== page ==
Power Supply Testing with a Ladder

While he didn't need it for climbing up to heaven and stuff, I borrowed it! Generous chap Jacob!

A spark can jump between two conductors which, relative to each other, carry a high voltage. The gases in the atmosphere are pulled appart, at an atomic level, by the high electric fields generated between such conductors. The air can now conduct, just like a wire, but with a few side-effects like light and sound (thunder & lightning on a small scale). This effect is kept at bay, in high voltage circuitry, by insulating the conductors. The insulator may be visible, like the plastic coating on a wire, or invisible, like the air around us. Just as high voltages can break down air and allow it to conduct, plastic insulation also has its limitations. Just because it looks solid does not mean it is safe!

All insulators (also refered to as dielectrics) have ratings, called the dielectric strength, measured in volts withstood for a given thickness of the material. Care should be taken when selecting an insulator for any particular task - check out its dielectric strength!

Sparks and ....

Start with two electrodes, with a high potential (voltage) between them, and bring them together slowly. Initially, when they are far apart, nothing happens but as the gap decreases there will come a point where the air no longer behaves as an insulator. SPARK! The distance at which this occurs is proportional to the voltage used, higher voltage means longer spark. This is OK for sparks but what of arcs?!

The picture below shows a Jacobs Ladder. The grey box at the base is a high voltage AC power supply (actually a neon sign transformer) and it is connected to a pair of copper wire electrodes. The solid wires emerge from the supply box widely space to avoid any sparks shorting between then. They then bend in towards one another until a gap of around 1/4 inch is reach, then gently spread out again, to finish approx 4 inches apart.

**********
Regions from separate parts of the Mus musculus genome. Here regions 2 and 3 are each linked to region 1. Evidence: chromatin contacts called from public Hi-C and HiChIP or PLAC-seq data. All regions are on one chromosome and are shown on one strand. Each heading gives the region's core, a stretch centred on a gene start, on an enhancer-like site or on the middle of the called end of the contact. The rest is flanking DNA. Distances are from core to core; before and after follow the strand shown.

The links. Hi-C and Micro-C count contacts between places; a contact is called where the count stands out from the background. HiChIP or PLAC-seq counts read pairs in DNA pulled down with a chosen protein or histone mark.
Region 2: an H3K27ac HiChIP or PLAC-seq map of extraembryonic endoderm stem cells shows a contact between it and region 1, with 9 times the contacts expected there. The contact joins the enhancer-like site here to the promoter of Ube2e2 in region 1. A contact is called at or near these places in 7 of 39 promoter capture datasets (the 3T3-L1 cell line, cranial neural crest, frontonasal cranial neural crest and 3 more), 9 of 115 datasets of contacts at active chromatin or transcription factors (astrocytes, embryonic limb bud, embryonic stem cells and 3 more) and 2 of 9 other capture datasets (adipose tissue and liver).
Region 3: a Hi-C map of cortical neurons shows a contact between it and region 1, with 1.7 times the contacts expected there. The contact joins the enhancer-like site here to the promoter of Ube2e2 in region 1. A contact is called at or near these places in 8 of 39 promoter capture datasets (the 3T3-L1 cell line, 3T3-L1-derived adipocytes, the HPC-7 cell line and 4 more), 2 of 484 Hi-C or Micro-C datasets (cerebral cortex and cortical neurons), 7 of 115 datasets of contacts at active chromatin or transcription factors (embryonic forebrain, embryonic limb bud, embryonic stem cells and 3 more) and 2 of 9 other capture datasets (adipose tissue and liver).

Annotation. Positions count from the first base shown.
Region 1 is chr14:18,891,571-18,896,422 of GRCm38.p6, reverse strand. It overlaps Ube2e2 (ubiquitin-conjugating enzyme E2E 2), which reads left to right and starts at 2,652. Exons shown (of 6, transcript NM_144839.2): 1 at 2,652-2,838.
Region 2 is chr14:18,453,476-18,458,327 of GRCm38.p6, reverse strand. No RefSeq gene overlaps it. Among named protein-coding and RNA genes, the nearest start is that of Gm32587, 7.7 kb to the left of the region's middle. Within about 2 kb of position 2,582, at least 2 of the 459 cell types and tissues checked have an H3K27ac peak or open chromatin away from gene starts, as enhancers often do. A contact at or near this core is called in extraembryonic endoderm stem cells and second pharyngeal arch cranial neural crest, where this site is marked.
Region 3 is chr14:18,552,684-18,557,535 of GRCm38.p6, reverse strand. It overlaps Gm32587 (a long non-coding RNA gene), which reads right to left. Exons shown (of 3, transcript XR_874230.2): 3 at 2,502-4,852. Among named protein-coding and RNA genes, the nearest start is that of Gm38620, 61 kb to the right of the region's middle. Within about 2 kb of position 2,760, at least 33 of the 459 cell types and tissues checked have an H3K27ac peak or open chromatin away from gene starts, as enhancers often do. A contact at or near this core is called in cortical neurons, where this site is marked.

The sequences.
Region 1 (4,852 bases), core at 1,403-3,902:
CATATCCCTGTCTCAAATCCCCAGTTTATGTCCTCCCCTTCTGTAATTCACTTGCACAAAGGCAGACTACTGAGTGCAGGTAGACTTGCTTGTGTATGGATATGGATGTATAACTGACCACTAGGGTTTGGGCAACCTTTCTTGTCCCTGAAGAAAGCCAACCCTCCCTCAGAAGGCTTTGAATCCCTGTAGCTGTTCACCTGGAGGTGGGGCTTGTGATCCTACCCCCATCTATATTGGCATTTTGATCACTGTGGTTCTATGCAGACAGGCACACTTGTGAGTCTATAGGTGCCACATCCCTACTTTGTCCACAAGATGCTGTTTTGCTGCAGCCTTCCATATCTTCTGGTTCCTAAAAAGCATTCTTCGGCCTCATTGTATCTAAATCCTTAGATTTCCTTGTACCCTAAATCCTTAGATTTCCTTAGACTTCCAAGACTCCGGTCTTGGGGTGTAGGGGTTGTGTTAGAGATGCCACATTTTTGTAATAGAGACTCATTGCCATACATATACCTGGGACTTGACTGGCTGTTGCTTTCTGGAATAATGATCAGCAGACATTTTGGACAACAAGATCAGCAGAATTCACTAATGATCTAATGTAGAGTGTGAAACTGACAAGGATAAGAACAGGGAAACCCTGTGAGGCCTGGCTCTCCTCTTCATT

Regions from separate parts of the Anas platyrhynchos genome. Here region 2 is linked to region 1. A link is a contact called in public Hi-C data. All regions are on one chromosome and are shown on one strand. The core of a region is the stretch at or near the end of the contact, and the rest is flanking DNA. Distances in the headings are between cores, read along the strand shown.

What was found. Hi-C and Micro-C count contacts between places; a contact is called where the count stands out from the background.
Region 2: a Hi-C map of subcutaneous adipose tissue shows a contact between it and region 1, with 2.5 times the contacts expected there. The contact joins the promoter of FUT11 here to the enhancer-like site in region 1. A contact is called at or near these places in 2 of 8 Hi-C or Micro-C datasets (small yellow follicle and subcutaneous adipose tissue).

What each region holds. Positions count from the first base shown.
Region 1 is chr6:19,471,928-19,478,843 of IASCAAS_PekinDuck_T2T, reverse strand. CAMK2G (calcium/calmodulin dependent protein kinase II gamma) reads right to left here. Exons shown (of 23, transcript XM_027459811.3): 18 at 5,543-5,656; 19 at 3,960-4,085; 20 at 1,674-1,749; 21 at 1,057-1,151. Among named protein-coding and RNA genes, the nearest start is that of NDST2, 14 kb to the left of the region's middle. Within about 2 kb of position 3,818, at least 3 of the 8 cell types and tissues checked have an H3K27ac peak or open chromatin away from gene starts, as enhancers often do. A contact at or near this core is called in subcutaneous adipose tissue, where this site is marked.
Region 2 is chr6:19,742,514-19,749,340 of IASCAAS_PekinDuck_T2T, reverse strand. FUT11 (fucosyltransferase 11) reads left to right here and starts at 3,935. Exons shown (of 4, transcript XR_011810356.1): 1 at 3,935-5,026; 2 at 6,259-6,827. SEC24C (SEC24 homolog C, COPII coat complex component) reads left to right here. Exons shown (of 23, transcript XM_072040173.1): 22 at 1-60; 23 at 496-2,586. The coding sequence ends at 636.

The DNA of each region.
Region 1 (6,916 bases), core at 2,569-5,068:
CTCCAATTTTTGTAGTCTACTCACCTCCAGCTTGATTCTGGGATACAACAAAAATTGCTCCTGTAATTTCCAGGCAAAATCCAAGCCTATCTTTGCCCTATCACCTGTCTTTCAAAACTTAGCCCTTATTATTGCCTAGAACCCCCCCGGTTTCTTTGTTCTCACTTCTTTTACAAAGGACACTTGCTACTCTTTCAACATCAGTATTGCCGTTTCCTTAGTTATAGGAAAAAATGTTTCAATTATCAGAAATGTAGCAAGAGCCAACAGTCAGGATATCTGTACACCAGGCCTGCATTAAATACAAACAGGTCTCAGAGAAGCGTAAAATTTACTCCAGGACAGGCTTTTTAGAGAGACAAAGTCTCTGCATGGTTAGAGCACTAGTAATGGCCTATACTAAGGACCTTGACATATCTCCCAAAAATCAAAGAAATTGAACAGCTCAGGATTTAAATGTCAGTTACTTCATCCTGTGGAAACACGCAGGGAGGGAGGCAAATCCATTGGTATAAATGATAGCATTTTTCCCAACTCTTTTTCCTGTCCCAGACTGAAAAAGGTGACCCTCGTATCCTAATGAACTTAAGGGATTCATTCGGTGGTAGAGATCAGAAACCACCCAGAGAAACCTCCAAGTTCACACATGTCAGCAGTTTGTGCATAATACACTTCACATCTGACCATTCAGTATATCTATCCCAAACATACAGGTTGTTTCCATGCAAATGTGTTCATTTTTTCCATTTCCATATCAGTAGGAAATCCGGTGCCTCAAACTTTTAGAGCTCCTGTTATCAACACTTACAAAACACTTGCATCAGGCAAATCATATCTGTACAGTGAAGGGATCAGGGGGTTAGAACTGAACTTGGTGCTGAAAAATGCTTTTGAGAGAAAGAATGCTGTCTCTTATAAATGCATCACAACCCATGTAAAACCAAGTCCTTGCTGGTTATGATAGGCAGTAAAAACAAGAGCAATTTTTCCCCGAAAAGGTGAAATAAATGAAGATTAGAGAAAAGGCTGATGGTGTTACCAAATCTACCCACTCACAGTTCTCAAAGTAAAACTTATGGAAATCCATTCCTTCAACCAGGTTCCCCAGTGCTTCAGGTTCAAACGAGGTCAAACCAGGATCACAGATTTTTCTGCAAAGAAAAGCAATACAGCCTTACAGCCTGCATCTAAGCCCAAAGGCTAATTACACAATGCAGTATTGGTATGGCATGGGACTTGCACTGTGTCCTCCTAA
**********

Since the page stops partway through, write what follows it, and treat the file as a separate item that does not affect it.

A spark cannot jump between the wires at the top because the intervening air behaves as an insulator but where the electrodes come within a 1/4" (approx figure only), the air insulator is not thick enough to withstand the electric field. Here you can get a spark!

You also get an arc!

[jacobc ladder]

.... Arcs

[arc 1][arc 2][arc 3]


Here are three pictures of arcs. They range in length from 1 inch to 4 inches. Lots bigger than the initial spark length! The heat generated causes the arc to rise and the tapered electrodes stretch it out. The potential between the electrodes is about 10 thousand volts. The pictures show a band of arcs, not the real single arc, due to the camera exposure time but notice the banding effect, especially in the first picture; this is due to the power being 50Hz AC.

The length of an arc is determined by the power available to it. In the above examples the arcs were from a 1kW supply. The picture below shows sparks jumping a gap. The power level is much less. You can see multiple sparks jumping the gap but no sustained arc (the voltage is still the same).


Think of the arc as a flame (it is just as hot and can easily start a fire!) and then think of a flame as a slow explosion. A relatively low power arc is pretty to look at but give an arc more power and you have a bomb!


 [arc sequence]

A more professional Jacobs Ladder, built by Mike Tucknott

The Ladder in Action